Apr/May 2018 NSW Branch Newsletter

Let me indulge myself in this last column I write to you as Chair. Actually, some might say I’ve already indulged during these past four years of columns! Having said that, most of the feedback has been complimentary or at least indicating appreciation of being informed by my personal perspective, interest in the content and awareness that advocacy requires strategic tactics.

If you attended the NSW Branch General Meeting in April, you would have heard the NSW committee chairs present their reports and seen reflected in my Branch Committee report a glimmer of how diligently and intensely the Branch worked this past year representing you all by the volume and quality of activity and output!

I even publically momentarily succumbed to needling pangs of guilt where I questioned myself whether I had pushed everyone too hard (I even might have used the word ‘flogged’). That was when Penny gave her report within which she stacked densely within one slide – in very small typeface – the long list submissions we had made on a multitude of salient issues, based just on this year to date. She noted they had been very comprehensive ...and, the product of a targeted consultation of NSW members – which the Branch has become more adept at conducting to ensure optimal representation.

Engagement with members was a priority goal when I took on my position due to the mounting levels of demoralisation amongst us. Over the last few years my impression has been that ‘feeling engaged’ has been steadily growing. The positive sentiments we hear expressed from members that they have felt strongly supported when they have brought issues to us has created more of a sense of community – that’s a big KPI. All our leaders and representatives must ensure we remain foremost a membership organisation.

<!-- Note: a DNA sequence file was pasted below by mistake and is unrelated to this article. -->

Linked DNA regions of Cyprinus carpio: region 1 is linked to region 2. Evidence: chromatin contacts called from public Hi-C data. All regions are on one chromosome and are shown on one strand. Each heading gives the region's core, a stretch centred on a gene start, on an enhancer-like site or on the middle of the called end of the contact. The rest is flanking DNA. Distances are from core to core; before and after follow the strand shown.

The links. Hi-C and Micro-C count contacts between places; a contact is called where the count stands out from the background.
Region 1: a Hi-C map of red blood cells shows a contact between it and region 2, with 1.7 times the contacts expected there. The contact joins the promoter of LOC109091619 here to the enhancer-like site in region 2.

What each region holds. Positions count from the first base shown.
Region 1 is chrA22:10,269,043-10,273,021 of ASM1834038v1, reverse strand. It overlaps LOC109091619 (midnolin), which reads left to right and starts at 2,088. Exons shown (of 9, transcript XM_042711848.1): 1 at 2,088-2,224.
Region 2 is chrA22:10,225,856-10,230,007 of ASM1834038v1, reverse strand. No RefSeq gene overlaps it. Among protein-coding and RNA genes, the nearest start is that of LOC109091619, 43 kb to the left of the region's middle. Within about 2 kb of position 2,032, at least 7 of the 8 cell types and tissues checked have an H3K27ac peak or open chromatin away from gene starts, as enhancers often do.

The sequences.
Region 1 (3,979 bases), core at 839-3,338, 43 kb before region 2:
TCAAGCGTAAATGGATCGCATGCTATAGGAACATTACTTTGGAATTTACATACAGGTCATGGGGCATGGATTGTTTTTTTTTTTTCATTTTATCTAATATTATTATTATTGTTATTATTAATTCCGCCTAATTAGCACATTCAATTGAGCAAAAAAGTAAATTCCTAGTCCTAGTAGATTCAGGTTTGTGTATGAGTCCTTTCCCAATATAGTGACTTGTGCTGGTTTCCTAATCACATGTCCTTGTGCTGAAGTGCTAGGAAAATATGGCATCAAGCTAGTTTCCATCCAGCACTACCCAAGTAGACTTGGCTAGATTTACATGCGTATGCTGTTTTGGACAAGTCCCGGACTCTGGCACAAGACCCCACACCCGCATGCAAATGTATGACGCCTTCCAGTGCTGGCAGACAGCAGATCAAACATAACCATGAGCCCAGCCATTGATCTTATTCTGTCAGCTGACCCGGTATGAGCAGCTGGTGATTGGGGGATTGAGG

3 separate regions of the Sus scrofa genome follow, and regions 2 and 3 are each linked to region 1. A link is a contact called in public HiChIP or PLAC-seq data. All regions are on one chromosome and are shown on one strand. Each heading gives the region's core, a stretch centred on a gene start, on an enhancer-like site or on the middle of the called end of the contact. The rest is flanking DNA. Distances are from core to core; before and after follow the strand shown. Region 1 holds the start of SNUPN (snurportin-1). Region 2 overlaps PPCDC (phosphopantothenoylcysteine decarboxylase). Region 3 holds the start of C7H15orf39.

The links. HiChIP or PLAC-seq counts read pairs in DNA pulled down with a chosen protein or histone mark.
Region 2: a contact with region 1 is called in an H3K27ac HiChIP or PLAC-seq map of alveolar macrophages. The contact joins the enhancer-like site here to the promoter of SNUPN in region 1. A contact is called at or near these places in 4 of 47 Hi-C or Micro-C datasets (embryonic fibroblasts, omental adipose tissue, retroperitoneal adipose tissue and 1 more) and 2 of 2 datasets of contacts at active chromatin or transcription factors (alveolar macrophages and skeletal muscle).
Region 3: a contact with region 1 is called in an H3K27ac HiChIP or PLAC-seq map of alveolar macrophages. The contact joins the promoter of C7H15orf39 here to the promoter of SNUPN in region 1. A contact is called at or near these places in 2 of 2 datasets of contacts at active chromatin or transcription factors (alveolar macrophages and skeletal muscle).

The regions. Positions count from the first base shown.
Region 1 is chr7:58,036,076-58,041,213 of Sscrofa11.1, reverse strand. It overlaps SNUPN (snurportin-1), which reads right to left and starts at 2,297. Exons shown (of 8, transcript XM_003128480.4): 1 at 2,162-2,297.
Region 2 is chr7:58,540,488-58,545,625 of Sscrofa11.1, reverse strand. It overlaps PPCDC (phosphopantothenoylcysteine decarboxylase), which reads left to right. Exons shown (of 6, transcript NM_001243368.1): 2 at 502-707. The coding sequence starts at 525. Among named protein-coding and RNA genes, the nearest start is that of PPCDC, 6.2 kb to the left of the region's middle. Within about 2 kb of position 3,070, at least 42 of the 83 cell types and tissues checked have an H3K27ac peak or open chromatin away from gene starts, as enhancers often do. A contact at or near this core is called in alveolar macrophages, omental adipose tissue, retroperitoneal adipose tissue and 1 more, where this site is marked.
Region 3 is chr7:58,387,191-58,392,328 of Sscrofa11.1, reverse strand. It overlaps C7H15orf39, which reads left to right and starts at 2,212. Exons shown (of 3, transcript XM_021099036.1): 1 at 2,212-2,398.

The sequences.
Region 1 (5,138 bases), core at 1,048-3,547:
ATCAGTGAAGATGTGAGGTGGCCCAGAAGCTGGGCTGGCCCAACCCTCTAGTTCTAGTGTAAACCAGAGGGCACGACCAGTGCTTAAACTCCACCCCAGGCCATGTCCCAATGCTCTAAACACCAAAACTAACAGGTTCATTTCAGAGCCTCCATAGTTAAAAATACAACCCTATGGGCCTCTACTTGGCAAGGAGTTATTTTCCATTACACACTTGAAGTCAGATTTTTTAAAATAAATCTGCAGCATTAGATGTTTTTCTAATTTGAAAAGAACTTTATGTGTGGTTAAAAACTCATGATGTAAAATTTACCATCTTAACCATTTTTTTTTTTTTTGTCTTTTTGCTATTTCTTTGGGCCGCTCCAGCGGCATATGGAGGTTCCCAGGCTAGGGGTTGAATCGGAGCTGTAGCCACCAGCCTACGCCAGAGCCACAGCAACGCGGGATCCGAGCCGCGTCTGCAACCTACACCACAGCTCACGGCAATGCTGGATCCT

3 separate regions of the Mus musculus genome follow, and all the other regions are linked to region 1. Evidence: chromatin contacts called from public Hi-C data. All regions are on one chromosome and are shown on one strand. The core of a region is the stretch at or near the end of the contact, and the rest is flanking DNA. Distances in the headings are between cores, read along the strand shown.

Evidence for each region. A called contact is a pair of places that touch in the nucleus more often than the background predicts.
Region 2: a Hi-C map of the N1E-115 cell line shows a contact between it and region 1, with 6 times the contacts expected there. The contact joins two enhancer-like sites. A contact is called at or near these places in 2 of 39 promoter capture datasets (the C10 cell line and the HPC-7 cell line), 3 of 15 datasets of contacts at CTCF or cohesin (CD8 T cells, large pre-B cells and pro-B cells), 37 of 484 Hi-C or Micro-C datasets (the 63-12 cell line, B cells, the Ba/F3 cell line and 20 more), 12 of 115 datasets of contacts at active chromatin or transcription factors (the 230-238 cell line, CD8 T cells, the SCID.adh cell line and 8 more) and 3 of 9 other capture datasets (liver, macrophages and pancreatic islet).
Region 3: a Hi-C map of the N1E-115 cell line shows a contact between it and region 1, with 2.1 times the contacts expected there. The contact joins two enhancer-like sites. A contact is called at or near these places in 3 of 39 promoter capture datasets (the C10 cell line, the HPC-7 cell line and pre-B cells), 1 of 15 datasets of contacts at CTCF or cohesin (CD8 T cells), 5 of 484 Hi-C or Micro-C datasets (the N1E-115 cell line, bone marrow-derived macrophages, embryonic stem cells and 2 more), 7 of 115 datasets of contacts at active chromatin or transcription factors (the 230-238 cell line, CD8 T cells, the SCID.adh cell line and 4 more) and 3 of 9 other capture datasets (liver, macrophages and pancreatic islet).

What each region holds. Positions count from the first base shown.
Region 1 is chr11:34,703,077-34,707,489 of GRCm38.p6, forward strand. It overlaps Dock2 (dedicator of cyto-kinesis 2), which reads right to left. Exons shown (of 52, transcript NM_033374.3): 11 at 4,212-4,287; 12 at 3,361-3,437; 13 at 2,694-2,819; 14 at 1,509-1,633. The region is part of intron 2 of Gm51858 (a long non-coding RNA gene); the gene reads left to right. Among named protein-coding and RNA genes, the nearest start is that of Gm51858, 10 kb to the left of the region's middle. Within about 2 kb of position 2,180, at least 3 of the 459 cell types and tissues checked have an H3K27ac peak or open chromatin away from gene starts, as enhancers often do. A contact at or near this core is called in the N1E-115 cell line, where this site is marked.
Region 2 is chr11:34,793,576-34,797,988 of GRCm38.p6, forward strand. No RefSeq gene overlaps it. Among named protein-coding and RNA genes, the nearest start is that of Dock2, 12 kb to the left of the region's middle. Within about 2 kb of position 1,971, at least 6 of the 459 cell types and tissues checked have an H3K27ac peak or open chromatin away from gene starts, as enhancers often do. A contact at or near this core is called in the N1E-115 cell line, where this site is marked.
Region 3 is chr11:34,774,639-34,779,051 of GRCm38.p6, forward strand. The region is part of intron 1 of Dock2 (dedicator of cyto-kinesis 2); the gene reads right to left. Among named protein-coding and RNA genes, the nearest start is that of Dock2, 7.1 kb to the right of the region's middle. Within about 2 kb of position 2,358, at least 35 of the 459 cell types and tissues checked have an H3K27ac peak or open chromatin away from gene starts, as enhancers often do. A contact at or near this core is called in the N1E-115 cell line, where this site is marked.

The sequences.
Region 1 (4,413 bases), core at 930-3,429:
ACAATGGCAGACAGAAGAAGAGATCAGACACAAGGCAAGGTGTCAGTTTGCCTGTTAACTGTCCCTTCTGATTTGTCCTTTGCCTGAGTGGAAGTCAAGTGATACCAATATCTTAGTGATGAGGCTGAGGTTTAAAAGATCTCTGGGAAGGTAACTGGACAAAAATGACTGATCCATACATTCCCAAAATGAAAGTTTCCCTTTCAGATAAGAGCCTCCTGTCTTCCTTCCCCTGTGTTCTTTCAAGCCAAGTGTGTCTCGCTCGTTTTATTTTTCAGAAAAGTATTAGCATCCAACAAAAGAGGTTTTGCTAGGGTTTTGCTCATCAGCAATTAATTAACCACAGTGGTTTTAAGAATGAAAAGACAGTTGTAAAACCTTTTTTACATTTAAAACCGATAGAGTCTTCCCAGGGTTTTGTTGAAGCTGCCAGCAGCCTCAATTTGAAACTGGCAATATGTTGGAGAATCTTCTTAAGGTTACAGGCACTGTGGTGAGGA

But Penny then expressed, more conspicuously than usual (of her elegantly understated style), some highly positive sentiments about how meaningful her experience working with us has been and how much she saw us progress in becoming more influential in advancing constructive reform within the mental health sector. These were the reflections of a highly successful retiring policy/advocacy advisor.

And it dawned on me, that others have felt, like I do, that the hard work has been well worth it ...of course, if it is good work, for a good cause and especially if you get good results! Yes, yes, the latter is not necessary – but, it is a very sweet treat to taste the desert of positive progress when you are engaging in what often feels like ‘David Vs. Goliath’ contests of ideas how to approach reform! (That’s due to an increasingly polarized culture we are working within of Idealism, Political Ideologies and Populism — as opposed to the Pragmatism, Experience and Expertise that we bring.)

I am relieved to report that I feel proud and fulfilled at the completion of my term! We accomplished way more than I expected! That includes building up the NSW Branch to be a highly capable advocate both within the Binational College, the Branches and with all our NSW stakeholders. Our Branch rose to the necessity of the occasion (at a tipping point within the prevailing healthcare culture) to become an effective leader in College affairs, state healthcare system reform directions and became the go-to experts for NSW stakeholders. Whilst this requires continued efforts and there’s still a long way to go before we should be feeling too self-assured, we are in the game and running fast, with the ball.

To go where, you might ask? Well, we have some great values but you can’t achieve anything without vision. It’s great to see that we have well and truly as a College been working on that!

But now it’s my time to indulge in sharing some of my visions. (Don’t worry, not that kind you are used to assessing for... no need to try to call the NSW mental health line, hopefully). How about a vision that enables all NSW GPs to have direct access to easily accessible (i.e. using Telehealth if face-to-face is unavailable or impracticable) high-quality psychiatrist clinical support (i.e. using a consultation liaison model)?

This integrated hybrid model could include:

  • advice about technical mental health issues such as medication benefits and side effects, how and when to schedule a patient or tips about accessing resources
  • or guidance about triaging a patient, whether they warrant referral for a psychiatric assessment or specialty service or allied health clinician